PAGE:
We’re hardy folks, we have people out in the rain. It’s part and parcel of it, you don’t go to festivals in Ireland without expecting to get soaked.

In terms of production logistics though, does it affect it?

No a lot. We’ve got one Digi-Beta in front of house, it’s got a great long lens and the rest of the cameras are all Z1’s, which is a great camera. The sound is all captured through the desk and it’s all mastered and mixed in post production.

So what does the editing process involve?

Out of the 160 hours, I think you’d find 120 hours of that is music and there’s a process involved to editing that. We select the acts we’re going to go with, we select a song that we’re gonna go with and that gets cut. Then you go through the footage to find stories and elements that you can put into a piece. There’s no narrative to it, we’re just capturing the essence and the flavour of it.

What equipment have you used in the post?

It’s Final Cut Pro, running off a MAC. We’ve got 3 terabytes of storage for the job, it’s all captured in on PAL.

After ‘Electric Picnic’ and you’re shorts are complete, are you hoping to move into feature filmmaking?

It’s hard to say, I’ve plenty of ideas for things. It’s difficult to talk about those things. Not even that it’s jinxing it – but every time ever read “we’re in-development with a film” I kindof think “oh yeah?” I see Ruairi Robinson in LA working hard on ‘Akira’ and he’s got the likes of Leonardo DiCaprio as a producer, and even then it’s difficult.

I did a film with Keir Dullea called ‘A Lonely Sky’ which got a lot of attention in America. That was a great project but all you try and do is build and capitalise on that. We try and make films that we would like to see, hopefully entertaining, fun, and they tend to be less of the traditional Irish films.

‘The Silent City’ and ‘A Lonely Sky’ were great projects, do you try to push the boundaries digitally with your films?

I’m lucky way I have that skill set. I come from a post production background, with a lot of computer animation and the same with Ruairi. In his film ‘The Silent City’ which I produced a couple of years ago at the same time I did ‘A Lonely Sky’, both of those films wouldn’t have been possible to do in any other way because who is going to do that work for you?

On ‘The German’, I shot it last November and I’m still doing the front end of it. It’s a film about a dog fight in World War II, an aerial battle so it’s got to look completely realistic. The bottom line though is that people shouldn’t look at it and go “Wow, those were great effects”, they should look at it and think “How did they afford to film a spitfire?” or “How did they get to America to film that?”

Most people ask me about ‘A Lonely Sky’, it’s set in the Mojave Desert, but it was actually a set on a B-stage and the rest of it all was CGI. It was a beautiful set painted by the production designer Paki Smith, 100ft wide by 20ft tall, and it looked so real from the inside. All the exteriors were map painting and everyone was like “How did you get over to the States to film that?” That’s when you know when you’ve been successful in terms of the CGI end.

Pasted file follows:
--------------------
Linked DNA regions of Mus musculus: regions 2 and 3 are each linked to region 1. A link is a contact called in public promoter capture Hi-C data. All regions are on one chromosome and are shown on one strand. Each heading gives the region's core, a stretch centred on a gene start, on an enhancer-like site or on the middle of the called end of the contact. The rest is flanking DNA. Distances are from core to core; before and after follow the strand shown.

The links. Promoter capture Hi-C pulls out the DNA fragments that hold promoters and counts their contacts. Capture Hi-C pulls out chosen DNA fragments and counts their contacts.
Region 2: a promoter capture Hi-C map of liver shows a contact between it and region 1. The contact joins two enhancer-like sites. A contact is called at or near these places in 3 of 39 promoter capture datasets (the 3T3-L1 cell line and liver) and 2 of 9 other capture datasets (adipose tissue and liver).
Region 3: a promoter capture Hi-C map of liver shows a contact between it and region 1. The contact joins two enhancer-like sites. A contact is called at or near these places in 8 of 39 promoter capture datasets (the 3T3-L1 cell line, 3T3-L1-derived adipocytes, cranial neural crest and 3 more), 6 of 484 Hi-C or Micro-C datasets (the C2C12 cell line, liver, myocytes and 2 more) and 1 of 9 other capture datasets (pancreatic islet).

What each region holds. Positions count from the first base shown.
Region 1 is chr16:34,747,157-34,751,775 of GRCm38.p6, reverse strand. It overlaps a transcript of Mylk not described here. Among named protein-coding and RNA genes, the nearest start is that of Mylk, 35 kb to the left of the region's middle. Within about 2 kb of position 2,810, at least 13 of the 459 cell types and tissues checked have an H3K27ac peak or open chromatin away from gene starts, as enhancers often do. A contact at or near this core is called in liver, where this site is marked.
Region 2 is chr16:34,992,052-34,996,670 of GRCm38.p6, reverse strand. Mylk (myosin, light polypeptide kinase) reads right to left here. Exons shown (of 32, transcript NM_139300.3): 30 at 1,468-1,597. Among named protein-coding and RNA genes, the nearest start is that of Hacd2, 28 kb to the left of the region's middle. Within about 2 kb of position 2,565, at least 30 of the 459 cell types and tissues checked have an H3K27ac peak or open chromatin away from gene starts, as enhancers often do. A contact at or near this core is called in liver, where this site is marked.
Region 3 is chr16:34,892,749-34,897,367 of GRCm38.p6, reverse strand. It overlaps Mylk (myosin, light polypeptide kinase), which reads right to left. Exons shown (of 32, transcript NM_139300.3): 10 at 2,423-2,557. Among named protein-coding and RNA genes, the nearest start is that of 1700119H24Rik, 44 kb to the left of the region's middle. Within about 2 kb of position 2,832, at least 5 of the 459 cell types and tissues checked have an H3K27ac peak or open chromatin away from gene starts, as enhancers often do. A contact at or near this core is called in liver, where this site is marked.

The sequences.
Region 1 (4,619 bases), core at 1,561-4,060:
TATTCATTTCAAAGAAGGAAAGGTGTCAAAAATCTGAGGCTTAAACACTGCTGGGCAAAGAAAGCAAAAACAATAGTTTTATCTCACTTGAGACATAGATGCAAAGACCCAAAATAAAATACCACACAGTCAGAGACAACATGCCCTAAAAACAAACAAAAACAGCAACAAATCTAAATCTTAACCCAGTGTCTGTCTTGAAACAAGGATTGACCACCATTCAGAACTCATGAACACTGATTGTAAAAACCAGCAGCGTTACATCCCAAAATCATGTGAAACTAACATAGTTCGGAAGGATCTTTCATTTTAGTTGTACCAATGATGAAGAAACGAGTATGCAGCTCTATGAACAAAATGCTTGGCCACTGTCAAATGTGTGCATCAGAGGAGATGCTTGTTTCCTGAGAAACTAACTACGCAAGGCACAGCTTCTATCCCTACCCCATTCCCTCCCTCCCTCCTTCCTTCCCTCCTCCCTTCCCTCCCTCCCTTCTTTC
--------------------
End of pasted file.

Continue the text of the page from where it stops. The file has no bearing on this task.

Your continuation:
To be honest though, everything serves a story. It has to be about the story. There’s a backlash against CGI because of that, I mean, take ‘Transformers’, it doesn’t get much better in terms of effects but, tell me, is the film any good?

You’ve come from a commercials background and you’re making your way into film – it seems a lot of Irish directors seem to take that route?

If you’re narrative driven I think it’s great. I like commercials but it’s hard to pin a style on anything I’ve directed. It’s worked out for a lot of directors - people like John Moore, whose done a lot of features at this stage, and people like John Hayes or even Ruairi, who hasn’t done a lot of commercials at this point but is clearly destined for film. Then you’ve got people like James Mather and Stephen St Leger.

There is a great group of people in this country who I think can go very, very far. The commercials side is great because it’s a breeding ground for directors. It’s a micro-college in the filmmaking process because you get to work with all the big toys at some stage. It’s a good way of looking at it and learning everything and a great way of making a living, if you can make a living doing it that way.

So your next project is ‘Electric Picnic’ 2008, the fourth film of the series, are you still learning at this stage?

This year it’s going to me more stripped down, much more focused on the festival rather than the music and much more about what’s happening on the ground. You learn every time you go down but beyond the physical geography the dynamic changes every year.

It’s organic and every time it’s different because of what it is. Personally speaking, I don’t think I want to spend the next ten years doing Electric Picnic, so maybe after this year I’ll hand over the reigns to some guy or some gal who has got a much better idea about how you should do it!

• Electric Picnic The Documentary screens at Dublin’s IFI on Wednesday 13 August at 10.45pm. An Irish broadcast date is TBC.
• For further info about Image Now Films visit www.imagenowfilms.com

'Electric Picnic' the Crew:

Producer: Olivia Leahy
Director: Nick Ryan
Editor: Joe Mc Hugh

Camera crew:
Dave Grennan
Aoife Henshaw
James Hourihane
Marie Lanna
Joe Mc Hugh
Conor O'Mahoney
Simon O'Neill
Nick Ryan
Robbie Ryan
David Torpey
Cathal Watters

Dumnac Ghulet
Trevor McKenna

Production Assistant: Andrea Pappin

Vox Pops Interviewers:
Avril Daly
Andrea Hayes